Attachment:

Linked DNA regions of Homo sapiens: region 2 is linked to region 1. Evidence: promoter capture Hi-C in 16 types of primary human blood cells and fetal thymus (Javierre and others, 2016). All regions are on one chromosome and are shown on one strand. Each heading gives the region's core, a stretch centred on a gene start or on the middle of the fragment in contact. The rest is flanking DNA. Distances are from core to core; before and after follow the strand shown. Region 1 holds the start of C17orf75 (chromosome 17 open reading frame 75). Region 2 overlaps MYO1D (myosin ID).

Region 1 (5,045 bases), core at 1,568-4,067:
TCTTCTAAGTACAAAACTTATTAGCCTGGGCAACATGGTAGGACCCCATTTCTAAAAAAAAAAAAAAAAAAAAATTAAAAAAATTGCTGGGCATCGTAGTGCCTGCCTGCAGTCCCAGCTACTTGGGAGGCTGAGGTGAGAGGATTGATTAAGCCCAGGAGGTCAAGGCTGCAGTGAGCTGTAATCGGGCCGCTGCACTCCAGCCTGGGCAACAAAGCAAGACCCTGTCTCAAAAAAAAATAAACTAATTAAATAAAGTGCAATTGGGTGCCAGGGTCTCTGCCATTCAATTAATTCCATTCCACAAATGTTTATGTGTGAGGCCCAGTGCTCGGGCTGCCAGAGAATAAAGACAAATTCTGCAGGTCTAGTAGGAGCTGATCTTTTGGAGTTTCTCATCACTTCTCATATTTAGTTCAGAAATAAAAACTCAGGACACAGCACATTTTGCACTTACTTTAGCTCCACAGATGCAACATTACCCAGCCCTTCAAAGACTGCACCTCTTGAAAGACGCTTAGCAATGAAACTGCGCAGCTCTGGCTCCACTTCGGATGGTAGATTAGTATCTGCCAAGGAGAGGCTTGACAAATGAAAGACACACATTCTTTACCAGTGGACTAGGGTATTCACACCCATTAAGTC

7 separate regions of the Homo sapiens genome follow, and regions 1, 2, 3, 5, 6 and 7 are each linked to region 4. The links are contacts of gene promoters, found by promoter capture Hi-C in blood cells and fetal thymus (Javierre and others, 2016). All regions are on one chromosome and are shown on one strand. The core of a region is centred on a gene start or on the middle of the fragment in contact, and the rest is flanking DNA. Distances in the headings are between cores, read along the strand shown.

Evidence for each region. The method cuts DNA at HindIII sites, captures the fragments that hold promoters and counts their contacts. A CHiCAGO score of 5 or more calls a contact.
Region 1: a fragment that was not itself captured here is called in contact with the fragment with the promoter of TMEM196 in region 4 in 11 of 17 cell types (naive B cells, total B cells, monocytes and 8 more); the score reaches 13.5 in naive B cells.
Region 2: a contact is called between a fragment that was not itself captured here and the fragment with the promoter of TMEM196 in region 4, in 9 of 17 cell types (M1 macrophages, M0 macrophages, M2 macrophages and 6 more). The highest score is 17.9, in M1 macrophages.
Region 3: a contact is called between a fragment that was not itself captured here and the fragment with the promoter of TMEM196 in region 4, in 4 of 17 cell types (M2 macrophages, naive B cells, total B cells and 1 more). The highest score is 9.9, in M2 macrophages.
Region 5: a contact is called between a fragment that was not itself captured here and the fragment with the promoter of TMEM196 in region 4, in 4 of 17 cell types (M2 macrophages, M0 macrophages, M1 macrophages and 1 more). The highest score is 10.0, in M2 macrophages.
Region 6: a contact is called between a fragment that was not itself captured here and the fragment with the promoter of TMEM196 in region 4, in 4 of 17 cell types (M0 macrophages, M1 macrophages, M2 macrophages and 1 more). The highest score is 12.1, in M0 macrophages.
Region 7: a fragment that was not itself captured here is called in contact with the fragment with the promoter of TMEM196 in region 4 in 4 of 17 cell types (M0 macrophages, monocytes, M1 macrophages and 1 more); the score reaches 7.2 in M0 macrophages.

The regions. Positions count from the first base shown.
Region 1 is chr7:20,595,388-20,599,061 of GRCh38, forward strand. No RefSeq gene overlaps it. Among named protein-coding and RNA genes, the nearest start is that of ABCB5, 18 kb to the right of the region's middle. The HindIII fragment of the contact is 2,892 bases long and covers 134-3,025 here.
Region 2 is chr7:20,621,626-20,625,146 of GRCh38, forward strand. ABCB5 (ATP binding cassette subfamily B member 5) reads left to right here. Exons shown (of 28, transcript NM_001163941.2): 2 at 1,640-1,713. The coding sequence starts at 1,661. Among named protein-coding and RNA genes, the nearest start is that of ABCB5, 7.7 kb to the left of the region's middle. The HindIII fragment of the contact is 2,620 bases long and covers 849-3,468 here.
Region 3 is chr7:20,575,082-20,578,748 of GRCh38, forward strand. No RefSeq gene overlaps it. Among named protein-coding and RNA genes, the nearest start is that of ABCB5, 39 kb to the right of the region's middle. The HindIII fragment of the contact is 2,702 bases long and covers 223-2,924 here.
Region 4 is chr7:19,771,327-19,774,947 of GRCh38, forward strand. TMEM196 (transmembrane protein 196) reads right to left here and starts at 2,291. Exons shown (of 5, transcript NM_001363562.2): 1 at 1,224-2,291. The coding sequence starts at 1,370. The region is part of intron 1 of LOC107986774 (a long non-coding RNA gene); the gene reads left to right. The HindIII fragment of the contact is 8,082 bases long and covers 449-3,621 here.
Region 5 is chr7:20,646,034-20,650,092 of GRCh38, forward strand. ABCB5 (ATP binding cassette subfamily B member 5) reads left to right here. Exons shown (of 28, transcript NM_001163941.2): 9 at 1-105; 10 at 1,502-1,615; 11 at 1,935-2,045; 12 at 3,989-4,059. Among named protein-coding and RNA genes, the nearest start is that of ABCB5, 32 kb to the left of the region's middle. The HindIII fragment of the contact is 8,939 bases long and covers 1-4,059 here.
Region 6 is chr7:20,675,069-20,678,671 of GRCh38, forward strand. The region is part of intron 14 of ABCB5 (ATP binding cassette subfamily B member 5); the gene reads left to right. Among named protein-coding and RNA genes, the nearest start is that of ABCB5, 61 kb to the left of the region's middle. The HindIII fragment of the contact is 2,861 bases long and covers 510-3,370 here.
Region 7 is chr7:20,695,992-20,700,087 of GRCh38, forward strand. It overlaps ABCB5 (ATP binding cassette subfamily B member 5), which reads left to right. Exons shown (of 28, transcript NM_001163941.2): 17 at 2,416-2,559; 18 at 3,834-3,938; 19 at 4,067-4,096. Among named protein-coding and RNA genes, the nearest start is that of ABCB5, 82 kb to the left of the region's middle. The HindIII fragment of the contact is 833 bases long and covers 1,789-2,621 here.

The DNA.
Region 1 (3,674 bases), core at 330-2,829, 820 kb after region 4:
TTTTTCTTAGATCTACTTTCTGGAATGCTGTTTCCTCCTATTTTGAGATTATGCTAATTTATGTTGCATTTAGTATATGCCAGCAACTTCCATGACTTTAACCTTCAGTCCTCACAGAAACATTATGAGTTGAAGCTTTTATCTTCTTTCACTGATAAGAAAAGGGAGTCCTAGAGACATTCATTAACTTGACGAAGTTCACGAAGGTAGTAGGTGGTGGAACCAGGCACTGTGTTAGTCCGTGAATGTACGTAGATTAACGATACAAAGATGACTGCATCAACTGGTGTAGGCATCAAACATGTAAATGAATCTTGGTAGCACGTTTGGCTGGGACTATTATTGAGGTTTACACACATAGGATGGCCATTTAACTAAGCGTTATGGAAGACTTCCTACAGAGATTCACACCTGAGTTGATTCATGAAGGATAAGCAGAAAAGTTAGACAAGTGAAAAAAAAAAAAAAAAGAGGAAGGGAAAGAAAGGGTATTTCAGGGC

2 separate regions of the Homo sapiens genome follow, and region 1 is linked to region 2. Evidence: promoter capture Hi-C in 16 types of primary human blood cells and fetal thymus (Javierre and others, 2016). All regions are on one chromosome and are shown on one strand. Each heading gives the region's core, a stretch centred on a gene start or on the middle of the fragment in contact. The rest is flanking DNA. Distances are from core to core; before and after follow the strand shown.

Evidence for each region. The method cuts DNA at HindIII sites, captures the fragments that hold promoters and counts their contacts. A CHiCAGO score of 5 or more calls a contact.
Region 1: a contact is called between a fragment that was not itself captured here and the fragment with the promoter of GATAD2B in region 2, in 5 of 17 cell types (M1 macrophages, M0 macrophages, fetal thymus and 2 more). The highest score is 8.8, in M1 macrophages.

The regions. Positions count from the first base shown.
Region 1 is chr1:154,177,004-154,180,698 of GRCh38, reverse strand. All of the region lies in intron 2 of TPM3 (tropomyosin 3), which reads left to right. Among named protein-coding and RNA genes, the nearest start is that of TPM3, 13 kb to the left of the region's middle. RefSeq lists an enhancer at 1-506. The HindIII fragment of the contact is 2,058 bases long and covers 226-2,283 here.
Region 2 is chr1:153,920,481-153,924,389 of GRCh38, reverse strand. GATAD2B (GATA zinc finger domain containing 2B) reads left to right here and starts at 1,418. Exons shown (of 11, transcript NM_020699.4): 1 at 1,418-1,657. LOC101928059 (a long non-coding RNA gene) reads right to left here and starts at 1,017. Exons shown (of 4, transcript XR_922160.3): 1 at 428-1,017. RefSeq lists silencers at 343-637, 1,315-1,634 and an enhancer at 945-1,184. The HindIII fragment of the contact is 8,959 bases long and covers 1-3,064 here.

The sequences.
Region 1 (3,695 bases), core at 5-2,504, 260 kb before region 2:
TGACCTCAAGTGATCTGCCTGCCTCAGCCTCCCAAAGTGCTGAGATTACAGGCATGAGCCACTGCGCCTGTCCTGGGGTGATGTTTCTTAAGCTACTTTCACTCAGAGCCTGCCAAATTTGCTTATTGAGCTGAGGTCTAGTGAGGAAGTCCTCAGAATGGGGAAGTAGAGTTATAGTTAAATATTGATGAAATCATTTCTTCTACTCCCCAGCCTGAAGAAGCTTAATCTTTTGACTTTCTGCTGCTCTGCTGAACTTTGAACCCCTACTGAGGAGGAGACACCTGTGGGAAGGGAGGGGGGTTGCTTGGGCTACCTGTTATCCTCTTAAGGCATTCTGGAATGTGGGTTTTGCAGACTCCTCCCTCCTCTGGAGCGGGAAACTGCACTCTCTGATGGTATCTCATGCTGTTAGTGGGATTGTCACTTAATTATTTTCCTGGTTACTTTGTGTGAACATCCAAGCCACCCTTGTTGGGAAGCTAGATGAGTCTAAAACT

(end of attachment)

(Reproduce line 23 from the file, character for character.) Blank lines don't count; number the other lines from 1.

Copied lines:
2 separate regions of the Homo sapiens genome follow, and region 1 is linked to region 2. Evidence: promoter capture Hi-C in 16 types of primary human blood cells and fetal thymus (Javierre and others, 2016). All regions are on one chromosome and are shown on one strand. Each heading gives the region's core, a stretch centred on a gene start or on the middle of the fragment in contact. The rest is flanking DNA. Distances are from core to core; before and after follow the strand shown.